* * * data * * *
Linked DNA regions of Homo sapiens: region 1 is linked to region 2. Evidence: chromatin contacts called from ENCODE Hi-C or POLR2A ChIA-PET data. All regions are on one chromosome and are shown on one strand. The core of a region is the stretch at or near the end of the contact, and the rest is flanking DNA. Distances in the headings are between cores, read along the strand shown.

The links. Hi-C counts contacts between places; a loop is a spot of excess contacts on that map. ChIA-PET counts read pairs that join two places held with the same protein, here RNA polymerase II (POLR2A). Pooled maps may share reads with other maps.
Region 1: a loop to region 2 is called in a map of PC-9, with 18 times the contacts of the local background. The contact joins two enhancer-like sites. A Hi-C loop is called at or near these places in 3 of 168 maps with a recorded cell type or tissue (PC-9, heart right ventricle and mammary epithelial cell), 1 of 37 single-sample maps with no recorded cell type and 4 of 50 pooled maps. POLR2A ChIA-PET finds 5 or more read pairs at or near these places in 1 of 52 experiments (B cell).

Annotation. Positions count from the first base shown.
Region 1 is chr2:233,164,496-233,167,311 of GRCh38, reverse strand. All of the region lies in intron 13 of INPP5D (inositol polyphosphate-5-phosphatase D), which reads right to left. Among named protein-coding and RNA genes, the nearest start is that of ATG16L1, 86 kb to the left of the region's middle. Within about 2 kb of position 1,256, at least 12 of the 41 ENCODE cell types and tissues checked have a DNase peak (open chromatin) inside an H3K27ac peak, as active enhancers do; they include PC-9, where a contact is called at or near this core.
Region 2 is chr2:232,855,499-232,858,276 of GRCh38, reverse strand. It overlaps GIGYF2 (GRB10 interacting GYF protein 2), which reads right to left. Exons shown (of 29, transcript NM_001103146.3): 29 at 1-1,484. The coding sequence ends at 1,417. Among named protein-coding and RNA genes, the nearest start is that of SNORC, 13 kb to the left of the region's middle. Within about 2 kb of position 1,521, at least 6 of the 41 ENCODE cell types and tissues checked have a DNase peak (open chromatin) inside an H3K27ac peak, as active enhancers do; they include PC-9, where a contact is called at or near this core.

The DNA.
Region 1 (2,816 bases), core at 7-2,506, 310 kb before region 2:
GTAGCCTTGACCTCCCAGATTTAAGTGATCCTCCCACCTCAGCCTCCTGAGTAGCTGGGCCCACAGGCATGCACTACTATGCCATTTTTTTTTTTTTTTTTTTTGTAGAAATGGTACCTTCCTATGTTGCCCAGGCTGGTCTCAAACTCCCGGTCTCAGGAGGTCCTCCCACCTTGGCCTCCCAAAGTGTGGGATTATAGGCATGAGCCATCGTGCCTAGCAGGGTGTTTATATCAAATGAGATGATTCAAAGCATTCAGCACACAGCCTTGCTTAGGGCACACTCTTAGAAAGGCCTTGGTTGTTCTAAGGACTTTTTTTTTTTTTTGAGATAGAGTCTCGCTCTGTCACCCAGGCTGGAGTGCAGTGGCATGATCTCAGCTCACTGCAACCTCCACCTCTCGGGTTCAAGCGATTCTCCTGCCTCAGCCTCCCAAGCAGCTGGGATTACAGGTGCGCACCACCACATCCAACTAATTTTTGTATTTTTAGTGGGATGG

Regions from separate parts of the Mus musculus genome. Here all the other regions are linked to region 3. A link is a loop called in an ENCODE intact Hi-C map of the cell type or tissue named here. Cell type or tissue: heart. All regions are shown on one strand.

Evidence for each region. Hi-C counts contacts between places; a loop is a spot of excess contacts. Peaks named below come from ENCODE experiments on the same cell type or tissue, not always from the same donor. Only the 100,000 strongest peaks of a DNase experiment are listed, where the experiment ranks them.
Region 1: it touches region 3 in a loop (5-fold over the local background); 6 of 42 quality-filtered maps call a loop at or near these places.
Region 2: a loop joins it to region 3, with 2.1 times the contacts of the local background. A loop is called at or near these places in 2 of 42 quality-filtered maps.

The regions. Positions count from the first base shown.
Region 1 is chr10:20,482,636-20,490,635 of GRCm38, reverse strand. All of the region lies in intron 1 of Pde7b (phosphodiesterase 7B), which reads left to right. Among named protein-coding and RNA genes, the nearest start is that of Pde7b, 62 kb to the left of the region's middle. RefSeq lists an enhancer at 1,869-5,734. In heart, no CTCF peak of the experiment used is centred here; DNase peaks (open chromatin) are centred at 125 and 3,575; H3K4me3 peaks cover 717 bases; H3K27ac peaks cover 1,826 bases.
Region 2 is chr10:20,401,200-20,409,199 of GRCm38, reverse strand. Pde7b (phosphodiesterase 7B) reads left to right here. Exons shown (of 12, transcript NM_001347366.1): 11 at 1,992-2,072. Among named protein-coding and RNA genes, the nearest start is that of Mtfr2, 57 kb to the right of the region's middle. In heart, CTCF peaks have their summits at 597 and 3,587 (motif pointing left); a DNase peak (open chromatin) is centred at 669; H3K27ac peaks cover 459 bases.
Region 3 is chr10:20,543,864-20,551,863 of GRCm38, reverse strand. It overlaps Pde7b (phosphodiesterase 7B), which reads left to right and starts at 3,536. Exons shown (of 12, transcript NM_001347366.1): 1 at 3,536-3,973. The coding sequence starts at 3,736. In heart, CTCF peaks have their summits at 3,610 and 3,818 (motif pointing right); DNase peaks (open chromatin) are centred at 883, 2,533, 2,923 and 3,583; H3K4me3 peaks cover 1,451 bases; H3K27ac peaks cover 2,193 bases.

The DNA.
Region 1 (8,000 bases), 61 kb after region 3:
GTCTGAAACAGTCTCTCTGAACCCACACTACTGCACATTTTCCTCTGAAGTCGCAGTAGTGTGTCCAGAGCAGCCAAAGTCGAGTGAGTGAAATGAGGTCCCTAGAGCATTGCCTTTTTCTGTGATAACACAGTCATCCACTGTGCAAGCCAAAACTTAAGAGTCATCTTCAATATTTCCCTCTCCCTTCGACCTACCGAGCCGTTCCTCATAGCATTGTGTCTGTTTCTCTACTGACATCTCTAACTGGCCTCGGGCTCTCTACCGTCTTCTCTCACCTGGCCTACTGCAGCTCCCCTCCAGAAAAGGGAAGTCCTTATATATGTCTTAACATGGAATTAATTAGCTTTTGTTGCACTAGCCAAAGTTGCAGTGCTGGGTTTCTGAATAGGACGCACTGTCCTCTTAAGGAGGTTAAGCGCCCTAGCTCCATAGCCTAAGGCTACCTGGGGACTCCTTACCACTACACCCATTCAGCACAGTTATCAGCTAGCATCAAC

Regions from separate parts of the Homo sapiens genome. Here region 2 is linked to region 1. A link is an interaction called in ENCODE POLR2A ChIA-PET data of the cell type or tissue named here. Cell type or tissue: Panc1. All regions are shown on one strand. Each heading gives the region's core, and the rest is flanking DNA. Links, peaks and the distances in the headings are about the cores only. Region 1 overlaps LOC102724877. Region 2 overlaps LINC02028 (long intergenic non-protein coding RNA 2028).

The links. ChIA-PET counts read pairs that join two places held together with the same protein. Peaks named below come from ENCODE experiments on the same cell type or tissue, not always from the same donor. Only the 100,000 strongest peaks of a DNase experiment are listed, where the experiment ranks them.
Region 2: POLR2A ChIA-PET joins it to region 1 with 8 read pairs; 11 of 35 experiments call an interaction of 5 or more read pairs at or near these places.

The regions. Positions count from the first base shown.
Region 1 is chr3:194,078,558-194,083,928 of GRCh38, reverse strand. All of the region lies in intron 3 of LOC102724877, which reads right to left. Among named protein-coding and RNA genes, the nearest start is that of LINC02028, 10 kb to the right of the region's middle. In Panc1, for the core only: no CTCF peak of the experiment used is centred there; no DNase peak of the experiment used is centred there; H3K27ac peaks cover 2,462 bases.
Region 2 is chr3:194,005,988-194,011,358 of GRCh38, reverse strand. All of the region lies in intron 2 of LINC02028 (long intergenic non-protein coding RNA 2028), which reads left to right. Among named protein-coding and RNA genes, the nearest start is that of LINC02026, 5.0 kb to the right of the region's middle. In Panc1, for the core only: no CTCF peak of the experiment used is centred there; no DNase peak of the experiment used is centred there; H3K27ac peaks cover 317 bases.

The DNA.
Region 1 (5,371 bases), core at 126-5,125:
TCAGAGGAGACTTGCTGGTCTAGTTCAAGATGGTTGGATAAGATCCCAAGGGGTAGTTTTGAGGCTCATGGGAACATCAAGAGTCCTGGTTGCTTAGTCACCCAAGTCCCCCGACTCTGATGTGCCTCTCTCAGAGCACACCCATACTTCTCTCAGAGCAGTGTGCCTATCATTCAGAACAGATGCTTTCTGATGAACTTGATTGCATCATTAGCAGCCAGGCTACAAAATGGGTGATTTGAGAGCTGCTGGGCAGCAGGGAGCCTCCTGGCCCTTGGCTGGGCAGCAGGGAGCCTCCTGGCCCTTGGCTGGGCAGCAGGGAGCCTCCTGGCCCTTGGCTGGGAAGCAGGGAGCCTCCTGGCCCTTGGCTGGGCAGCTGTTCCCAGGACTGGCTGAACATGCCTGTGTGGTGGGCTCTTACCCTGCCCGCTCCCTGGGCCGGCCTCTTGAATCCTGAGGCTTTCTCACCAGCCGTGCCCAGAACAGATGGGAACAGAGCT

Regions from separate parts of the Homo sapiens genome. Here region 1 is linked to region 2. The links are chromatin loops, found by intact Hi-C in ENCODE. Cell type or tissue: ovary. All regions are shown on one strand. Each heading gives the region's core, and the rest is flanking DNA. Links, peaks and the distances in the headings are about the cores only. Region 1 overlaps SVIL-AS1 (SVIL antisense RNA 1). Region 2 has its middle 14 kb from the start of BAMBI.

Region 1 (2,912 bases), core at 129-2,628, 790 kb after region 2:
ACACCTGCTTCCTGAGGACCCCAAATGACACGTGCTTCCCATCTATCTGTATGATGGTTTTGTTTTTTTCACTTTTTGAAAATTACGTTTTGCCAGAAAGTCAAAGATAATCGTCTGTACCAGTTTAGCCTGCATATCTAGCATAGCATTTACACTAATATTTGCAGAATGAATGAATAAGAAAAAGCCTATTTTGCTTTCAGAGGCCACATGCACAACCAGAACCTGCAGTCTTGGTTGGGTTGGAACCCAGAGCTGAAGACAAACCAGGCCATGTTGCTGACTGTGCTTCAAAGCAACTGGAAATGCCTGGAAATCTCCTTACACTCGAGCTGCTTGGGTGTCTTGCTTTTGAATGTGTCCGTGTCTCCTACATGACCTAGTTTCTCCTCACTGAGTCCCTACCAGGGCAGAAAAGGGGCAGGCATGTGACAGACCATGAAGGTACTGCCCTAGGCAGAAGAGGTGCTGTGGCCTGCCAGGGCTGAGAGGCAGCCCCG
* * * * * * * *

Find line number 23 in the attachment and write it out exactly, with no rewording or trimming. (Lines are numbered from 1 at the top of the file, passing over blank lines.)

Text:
Region 2: POLR2A ChIA-PET joins it to region 1 with 8 read pairs; 11 of 35 experiments call an interaction of 5 or more read pairs at or near these places.